On the death of a child (4)
PART FOUR OF FOUR
My musings on the death of a child or sibling began with the conversation I had with a St. Boniface Church (Siesta Key FL) parishioner. (See PART TWO OF FOUR - 17th August entry on my blog).
Those musings have been honed by the reading of “The Tender Land – A family love story” by Kathleen Finneran (published by Houghton Mifflin in 2000).
Kathleen tells the story of her family: Mom, Dad and five children and their life together in St. Louis, Missouri. It is a good, solid and loving Irish Catholic family, as “all-American” as you could imagine.
The children are Michael, Mary, Kathleen (the story teller), Sean and Kelly.
Sean, the fourth child and second son, took his own life at the age of fifteen. (I get teary eyed even as I write these words).
Kathleen Finneran’s book is a powerful tale of family life, and of the tragedy of Sean’s death.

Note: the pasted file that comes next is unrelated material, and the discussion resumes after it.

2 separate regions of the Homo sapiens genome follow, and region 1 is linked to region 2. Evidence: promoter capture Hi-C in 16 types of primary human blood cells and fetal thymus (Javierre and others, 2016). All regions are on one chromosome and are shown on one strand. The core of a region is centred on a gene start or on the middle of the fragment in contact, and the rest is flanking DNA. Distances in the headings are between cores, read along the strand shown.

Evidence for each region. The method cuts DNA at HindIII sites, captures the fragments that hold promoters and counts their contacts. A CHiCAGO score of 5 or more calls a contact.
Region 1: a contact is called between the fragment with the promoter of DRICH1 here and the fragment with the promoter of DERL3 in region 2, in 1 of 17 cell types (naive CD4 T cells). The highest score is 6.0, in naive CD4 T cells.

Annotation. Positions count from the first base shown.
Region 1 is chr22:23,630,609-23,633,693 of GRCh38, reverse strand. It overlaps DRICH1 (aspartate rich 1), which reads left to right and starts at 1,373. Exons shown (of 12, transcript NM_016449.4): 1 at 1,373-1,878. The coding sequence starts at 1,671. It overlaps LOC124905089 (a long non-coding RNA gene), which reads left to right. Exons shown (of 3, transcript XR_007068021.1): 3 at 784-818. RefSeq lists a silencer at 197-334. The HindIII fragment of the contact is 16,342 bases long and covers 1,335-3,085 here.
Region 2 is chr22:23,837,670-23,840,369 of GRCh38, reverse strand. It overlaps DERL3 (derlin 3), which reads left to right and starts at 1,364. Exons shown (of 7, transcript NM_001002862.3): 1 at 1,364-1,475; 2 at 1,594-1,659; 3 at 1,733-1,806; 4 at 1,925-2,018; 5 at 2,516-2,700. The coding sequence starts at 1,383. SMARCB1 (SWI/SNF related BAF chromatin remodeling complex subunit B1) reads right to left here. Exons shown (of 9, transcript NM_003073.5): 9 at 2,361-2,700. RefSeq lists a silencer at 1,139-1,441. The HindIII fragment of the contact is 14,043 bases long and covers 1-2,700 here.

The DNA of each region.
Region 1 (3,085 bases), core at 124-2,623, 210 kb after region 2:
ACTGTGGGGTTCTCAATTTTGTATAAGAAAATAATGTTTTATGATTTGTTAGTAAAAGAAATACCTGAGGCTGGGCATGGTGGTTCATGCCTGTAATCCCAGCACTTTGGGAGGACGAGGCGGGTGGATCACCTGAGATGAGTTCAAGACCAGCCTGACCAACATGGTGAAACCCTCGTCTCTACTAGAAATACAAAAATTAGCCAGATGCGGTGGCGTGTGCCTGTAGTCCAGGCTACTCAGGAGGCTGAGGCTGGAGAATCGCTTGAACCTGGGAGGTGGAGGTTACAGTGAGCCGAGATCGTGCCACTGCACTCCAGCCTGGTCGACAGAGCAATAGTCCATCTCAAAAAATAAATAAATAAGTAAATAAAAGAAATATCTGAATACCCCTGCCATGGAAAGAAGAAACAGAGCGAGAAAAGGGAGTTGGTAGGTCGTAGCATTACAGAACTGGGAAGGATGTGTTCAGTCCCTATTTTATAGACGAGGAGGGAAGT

It is not a “preachy book”, nor does it attempt to “answer the questions” which arise from youth suicide or the death of a child. It simply tells the tale of this good family with honesty, sadness (that’s not the best word), candour and humour.
As I read it I “became” Kathleen the story teller. And I “became” the beloved Sean.
The power of Kathleen Finneran’s writing is in simply telling the tale. For she takes us into territory which many people fear - the territory of loving, humorous, and honest truth. For that I am grateful.
I am not a “book recommender”. I simply “happened” to pick up “The Tender Land – A family love story” from the shelves of the Selby Library in Sarasota FL. It is a book which spoke to my mind and to my heart. I tip my hat to Kathleen Finneran for her wonderful and powerful writing.